Bambi’s Mum Had To Die

Not so long ago, Silicon Valley was a magical land where unicorns flourished; anybody with an idea, seed capital and a little luck could become richer than all the kings of folklore. These days, things aren’t so rosy. Silicon Valley’s own bank recently collapsed, some unicorns have turned out to be donkeys, and, depending on your point of view, the Valley is now either Ground Zero for a plague of disinformation or the epicentre of a sinister private-public surveillance regime.

Meanwhile, house prices are so high in San Francisco that even software engineers at mega companies struggle to afford accommodation, tech companies are downsizing, and homelessness is on the rise. Confronted with these problems, the city recently recommended a payment of $5 million each in “reparations” to eligible black residents. The figure was arrived at without actually doing any maths and, it is estimated, would cost everybody else $600,000 each.

As always, Silicon Valley is at the vanguard of a wider Californian trend. Here is a place where things were too good for too long; where the ruling class became unmoored from reality, hastening their state’s decline. Residents are voting with their feet: in 2020, California’s population declined for the first time in its history, a trend which continued through July 2022. Where, people are asking, are all those who came to California seeking success now going?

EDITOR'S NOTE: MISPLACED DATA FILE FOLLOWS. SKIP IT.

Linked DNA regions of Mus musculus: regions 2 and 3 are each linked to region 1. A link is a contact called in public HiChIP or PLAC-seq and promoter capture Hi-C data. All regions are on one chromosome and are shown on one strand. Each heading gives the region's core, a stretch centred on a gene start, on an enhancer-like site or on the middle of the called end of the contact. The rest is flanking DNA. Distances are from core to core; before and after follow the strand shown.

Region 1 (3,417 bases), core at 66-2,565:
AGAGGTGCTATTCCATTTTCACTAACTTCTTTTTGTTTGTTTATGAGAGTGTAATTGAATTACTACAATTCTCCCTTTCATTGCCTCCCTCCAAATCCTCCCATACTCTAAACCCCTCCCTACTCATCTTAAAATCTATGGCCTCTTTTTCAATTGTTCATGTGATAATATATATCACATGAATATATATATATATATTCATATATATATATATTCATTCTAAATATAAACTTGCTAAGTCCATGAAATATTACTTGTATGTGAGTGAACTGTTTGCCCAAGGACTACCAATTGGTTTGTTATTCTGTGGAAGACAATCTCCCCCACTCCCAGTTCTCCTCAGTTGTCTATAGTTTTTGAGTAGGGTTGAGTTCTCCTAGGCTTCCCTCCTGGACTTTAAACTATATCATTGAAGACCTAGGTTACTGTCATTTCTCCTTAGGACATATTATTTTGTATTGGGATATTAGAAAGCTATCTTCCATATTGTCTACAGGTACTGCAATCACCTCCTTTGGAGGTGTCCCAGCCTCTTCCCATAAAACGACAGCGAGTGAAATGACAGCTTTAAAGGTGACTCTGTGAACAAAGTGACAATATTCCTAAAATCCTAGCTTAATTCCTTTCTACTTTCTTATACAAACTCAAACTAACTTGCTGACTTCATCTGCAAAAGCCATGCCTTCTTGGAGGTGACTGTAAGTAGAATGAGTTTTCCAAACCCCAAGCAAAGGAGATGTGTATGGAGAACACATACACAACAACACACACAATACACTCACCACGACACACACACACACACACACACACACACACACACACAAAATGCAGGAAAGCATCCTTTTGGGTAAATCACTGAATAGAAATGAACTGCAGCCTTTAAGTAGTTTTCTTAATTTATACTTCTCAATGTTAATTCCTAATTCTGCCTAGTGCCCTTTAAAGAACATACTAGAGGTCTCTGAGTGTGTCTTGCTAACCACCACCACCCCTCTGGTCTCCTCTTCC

For many, the answer appears to be Texas. Austin in particular has received some high-profile defections. In 2020, Joe Rogan left LA for the city because, as he put it, “I want fucking freedom.” Joe Lonsdale, the co-founder of Palantir, the data mining firm  that helped locate Osama Bin Laden, declared that Texas beats California “in almost every method you can name, whether it’s education, pollution, homeless[ness].” Trump-supporting billionaire Larry Ellison relocated the HQ of database giant Oracle from Redwood City to Austin following bitter struggle with regulators. And, most famously, Elon Musk shifted Tesla’s headquarters to Austin in 2021, after claiming that California regulators had started behaving like a “monopoly that cannot go bankrupt”.

Musk’s announcement marked the moment when the rise of Austin as a tech hub reached critical mass in the public consciousness, but the process had been underway for over a decade….

Read the rest at UnHerd 


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